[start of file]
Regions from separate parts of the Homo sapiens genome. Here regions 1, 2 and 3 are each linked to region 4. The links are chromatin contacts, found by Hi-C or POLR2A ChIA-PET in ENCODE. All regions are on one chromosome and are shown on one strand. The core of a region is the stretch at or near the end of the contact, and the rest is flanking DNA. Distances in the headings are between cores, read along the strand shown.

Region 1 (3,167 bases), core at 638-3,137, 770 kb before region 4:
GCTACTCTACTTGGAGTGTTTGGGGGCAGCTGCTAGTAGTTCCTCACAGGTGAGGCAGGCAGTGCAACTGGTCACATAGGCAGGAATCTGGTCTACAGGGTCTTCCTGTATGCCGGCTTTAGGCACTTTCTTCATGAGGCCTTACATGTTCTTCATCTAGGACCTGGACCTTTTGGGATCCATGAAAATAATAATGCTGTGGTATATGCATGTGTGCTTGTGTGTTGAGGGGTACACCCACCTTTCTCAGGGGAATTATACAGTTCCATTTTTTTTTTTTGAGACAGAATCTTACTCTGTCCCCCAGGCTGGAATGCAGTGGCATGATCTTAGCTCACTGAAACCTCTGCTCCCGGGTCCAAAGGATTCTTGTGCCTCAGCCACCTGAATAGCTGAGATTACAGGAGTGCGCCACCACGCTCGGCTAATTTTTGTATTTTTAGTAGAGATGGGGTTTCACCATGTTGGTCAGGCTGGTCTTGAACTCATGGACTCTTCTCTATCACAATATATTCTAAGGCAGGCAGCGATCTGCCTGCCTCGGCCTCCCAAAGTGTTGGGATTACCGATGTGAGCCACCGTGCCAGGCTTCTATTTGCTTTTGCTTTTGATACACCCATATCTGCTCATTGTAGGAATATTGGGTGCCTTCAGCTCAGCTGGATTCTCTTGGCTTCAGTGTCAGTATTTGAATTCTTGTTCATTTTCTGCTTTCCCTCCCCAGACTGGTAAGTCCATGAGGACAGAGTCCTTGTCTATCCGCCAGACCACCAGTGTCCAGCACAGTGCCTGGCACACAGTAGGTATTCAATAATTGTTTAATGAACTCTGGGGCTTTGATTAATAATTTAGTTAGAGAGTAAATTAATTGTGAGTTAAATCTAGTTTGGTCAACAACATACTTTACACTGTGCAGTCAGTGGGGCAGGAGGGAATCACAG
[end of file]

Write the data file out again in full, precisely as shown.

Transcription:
Regions from separate parts of the Homo sapiens genome. Here regions 1, 2 and 3 are each linked to region 4. The links are chromatin contacts, found by Hi-C or POLR2A ChIA-PET in ENCODE. All regions are on one chromosome and are shown on one strand. The core of a region is the stretch at or near the end of the contact, and the rest is flanking DNA. Distances in the headings are between cores, read along the strand shown.

Region 1 (3,167 bases), core at 638-3,137, 770 kb before region 4:
GCTACTCTACTTGGAGTGTTTGGGGGCAGCTGCTAGTAGTTCCTCACAGGTGAGGCAGGCAGTGCAACTGGTCACATAGGCAGGAATCTGGTCTACAGGGTCTTCCTGTATGCCGGCTTTAGGCACTTTCTTCATGAGGCCTTACATGTTCTTCATCTAGGACCTGGACCTTTTGGGATCCATGAAAATAATAATGCTGTGGTATATGCATGTGTGCTTGTGTGTTGAGGGGTACACCCACCTTTCTCAGGGGAATTATACAGTTCCATTTTTTTTTTTTGAGACAGAATCTTACTCTGTCCCCCAGGCTGGAATGCAGTGGCATGATCTTAGCTCACTGAAACCTCTGCTCCCGGGTCCAAAGGATTCTTGTGCCTCAGCCACCTGAATAGCTGAGATTACAGGAGTGCGCCACCACGCTCGGCTAATTTTTGTATTTTTAGTAGAGATGGGGTTTCACCATGTTGGTCAGGCTGGTCTTGAACTCATGGACTCTTCTCTATCACAATATATTCTAAGGCAGGCAGCGATCTGCCTGCCTCGGCCTCCCAAAGTGTTGGGATTACCGATGTGAGCCACCGTGCCAGGCTTCTATTTGCTTTTGCTTTTGATACACCCATATCTGCTCATTGTAGGAATATTGGGTGCCTTCAGCTCAGCTGGATTCTCTTGGCTTCAGTGTCAGTATTTGAATTCTTGTTCATTTTCTGCTTTCCCTCCCCAGACTGGTAAGTCCATGAGGACAGAGTCCTTGTCTATCCGCCAGACCACCAGTGTCCAGCACAGTGCCTGGCACACAGTAGGTATTCAATAATTGTTTAATGAACTCTGGGGCTTTGATTAATAATTTAGTTAGAGAGTAAATTAATTGTGAGTTAAATCTAGTTTGGTCAACAACATACTTTACACTGTGCAGTCAGTGGGGCAGGAGGGAATCACAG